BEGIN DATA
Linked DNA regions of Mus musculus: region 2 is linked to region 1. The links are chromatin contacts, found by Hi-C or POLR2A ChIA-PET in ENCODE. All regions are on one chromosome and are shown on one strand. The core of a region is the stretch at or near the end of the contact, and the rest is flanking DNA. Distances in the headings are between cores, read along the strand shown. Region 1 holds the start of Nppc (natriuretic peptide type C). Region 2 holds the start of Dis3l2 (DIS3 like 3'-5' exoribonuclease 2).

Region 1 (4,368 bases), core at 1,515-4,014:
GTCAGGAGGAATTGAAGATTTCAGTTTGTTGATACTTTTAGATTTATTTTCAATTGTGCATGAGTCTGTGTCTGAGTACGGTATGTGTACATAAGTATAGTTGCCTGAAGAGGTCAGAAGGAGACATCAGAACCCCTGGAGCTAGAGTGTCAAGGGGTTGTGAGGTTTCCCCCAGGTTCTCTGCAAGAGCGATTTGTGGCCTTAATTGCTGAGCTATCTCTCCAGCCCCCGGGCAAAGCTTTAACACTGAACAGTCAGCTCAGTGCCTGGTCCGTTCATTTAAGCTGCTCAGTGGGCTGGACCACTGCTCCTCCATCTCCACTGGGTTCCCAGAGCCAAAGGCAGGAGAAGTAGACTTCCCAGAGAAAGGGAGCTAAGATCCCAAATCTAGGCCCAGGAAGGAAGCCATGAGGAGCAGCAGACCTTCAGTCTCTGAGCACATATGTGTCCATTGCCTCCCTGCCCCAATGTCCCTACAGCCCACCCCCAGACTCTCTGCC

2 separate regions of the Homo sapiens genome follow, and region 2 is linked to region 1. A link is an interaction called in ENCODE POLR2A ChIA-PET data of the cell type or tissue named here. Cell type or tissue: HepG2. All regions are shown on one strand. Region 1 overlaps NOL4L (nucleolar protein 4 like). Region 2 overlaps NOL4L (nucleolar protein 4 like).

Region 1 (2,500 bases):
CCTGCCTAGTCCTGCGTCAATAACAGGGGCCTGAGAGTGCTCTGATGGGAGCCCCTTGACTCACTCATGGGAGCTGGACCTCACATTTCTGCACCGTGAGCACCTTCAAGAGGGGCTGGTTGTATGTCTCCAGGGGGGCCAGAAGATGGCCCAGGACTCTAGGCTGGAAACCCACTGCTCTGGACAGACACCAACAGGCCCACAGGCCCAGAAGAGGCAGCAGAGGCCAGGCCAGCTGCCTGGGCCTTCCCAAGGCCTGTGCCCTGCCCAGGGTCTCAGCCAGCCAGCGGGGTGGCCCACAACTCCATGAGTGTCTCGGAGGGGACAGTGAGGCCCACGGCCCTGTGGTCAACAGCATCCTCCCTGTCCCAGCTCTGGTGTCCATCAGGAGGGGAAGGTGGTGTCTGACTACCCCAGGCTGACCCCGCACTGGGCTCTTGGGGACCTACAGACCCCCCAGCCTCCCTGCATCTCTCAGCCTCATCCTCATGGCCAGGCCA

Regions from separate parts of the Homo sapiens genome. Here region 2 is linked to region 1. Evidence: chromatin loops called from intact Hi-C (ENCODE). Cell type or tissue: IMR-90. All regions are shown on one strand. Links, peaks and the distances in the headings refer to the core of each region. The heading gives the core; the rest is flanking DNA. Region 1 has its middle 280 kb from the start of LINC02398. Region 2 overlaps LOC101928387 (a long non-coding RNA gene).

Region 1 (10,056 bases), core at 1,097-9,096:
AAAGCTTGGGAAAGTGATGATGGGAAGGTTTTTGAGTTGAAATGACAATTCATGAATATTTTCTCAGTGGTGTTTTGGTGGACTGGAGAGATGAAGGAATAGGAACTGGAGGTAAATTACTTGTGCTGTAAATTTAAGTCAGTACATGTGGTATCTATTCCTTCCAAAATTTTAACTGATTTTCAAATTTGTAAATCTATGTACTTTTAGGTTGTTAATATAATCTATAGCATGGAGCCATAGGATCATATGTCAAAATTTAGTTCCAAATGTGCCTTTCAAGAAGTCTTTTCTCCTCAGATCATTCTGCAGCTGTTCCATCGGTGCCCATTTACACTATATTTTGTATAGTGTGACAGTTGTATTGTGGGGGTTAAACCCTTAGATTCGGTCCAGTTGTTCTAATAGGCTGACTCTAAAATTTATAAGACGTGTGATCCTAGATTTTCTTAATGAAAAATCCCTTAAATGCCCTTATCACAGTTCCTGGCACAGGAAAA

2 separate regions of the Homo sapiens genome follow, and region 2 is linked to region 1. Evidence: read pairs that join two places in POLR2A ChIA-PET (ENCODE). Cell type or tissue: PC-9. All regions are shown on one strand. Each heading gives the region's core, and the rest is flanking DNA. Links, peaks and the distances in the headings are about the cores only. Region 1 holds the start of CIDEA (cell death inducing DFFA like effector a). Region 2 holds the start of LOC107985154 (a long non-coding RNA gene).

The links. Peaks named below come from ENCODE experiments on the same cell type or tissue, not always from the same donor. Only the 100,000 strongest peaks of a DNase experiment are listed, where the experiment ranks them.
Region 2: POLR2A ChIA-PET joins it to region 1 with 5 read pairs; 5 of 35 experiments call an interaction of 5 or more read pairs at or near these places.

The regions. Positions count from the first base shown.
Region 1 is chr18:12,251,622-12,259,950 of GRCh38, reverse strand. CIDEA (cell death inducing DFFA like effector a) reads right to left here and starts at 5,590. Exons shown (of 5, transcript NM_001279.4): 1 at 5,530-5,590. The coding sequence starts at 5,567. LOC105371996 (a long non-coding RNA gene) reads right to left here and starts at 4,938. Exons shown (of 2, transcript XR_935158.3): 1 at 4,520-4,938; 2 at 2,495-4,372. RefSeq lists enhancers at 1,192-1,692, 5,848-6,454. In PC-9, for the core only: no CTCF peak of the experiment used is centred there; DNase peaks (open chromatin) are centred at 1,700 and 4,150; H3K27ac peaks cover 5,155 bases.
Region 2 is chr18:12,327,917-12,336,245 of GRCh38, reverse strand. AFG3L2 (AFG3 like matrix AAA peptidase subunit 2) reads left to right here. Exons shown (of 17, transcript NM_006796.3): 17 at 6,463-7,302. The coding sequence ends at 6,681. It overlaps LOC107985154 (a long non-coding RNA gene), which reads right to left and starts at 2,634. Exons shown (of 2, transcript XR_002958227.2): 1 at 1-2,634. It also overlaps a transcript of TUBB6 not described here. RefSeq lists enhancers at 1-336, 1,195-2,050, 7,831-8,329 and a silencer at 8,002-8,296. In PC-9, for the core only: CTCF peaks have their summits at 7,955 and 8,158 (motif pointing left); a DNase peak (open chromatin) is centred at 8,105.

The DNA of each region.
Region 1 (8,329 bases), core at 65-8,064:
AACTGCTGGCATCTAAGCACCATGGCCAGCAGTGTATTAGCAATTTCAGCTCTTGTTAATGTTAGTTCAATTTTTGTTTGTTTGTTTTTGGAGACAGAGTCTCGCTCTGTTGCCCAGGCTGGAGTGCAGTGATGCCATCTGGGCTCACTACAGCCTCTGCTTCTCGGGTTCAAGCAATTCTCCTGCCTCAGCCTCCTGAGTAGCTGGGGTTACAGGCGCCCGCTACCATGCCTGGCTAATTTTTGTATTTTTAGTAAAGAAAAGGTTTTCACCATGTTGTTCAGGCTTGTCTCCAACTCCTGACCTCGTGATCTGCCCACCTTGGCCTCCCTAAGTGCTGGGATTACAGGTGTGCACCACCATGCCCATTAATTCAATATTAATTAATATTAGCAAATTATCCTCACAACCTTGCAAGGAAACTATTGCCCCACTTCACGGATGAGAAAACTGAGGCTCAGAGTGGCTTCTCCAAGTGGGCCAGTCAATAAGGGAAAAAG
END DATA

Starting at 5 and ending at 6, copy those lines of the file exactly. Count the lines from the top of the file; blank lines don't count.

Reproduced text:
Region 1 (2,500 bases):
CCTGCCTAGTCCTGCGTCAATAACAGGGGCCTGAGAGTGCTCTGATGGGAGCCCCTTGACTCACTCATGGGAGCTGGACCTCACATTTCTGCACCGTGAGCACCTTCAAGAGGGGCTGGTTGTATGTCTCCAGGGGGGCCAGAAGATGGCCCAGGACTCTAGGCTGGAAACCCACTGCTCTGGACAGACACCAACAGGCCCACAGGCCCAGAAGAGGCAGCAGAGGCCAGGCCAGCTGCCTGGGCCTTCCCAAGGCCTGTGCCCTGCCCAGGGTCTCAGCCAGCCAGCGGGGTGGCCCACAACTCCATGAGTGTCTCGGAGGGGACAGTGAGGCCCACGGCCCTGTGGTCAACAGCATCCTCCCTGTCCCAGCTCTGGTGTCCATCAGGAGGGGAAGGTGGTGTCTGACTACCCCAGGCTGACCCCGCACTGGGCTCTTGGGGACCTACAGACCCCCCAGCCTCCCTGCATCTCTCAGCCTCATCCTCATGGCCAGGCCA